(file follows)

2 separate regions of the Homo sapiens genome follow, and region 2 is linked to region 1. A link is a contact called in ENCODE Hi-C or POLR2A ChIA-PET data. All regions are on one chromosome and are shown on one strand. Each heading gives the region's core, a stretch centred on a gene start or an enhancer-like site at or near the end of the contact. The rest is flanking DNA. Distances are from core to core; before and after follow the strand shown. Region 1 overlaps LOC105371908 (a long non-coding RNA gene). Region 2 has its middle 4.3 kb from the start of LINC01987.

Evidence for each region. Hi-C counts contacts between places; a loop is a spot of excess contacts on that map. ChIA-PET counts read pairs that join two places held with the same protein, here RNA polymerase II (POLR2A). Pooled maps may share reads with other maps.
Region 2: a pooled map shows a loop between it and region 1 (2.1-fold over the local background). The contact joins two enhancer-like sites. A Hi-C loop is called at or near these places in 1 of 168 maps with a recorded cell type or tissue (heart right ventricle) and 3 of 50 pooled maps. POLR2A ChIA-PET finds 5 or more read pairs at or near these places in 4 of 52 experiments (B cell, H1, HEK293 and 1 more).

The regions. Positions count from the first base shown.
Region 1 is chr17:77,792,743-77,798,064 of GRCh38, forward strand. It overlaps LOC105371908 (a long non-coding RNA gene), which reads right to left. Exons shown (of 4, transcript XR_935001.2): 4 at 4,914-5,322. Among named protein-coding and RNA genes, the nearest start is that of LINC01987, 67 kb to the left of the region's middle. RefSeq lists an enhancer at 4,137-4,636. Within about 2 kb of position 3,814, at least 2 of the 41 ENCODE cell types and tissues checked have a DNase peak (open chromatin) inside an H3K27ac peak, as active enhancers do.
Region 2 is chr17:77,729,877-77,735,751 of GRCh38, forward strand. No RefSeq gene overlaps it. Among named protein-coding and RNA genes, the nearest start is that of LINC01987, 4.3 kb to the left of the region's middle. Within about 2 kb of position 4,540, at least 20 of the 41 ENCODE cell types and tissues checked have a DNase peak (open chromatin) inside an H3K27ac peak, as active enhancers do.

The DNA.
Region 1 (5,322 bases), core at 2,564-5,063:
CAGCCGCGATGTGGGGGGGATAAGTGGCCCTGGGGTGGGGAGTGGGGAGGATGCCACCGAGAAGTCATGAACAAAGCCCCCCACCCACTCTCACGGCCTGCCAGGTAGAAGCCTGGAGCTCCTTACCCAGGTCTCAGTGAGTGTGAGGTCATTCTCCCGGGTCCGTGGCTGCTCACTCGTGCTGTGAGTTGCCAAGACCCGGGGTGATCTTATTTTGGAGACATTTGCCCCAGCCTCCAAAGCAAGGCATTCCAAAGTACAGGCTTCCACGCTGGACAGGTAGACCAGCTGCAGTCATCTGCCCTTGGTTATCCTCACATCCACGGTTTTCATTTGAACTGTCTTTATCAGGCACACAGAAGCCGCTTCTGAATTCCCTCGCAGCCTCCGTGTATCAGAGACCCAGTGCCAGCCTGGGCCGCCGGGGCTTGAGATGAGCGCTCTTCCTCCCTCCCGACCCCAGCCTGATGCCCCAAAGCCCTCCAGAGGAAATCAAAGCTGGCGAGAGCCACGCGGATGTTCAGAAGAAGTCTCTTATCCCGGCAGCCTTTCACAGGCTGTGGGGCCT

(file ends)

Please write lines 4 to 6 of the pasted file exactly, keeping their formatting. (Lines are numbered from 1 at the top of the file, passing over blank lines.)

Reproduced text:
The regions. Positions count from the first base shown.
Region 1 is chr17:77,792,743-77,798,064 of GRCh38, forward strand. It overlaps LOC105371908 (a long non-coding RNA gene), which reads right to left. Exons shown (of 4, transcript XR_935001.2): 4 at 4,914-5,322. Among named protein-coding and RNA genes, the nearest start is that of LINC01987, 67 kb to the left of the region's middle. RefSeq lists an enhancer at 4,137-4,636. Within about 2 kb of position 3,814, at least 2 of the 41 ENCODE cell types and tissues checked have a DNase peak (open chromatin) inside an H3K27ac peak, as active enhancers do.
Region 2 is chr17:77,729,877-77,735,751 of GRCh38, forward strand. No RefSeq gene overlaps it. Among named protein-coding and RNA genes, the nearest start is that of LINC01987, 4.3 kb to the left of the region's middle. Within about 2 kb of position 4,540, at least 20 of the 41 ENCODE cell types and tissues checked have a DNase peak (open chromatin) inside an H3K27ac peak, as active enhancers do.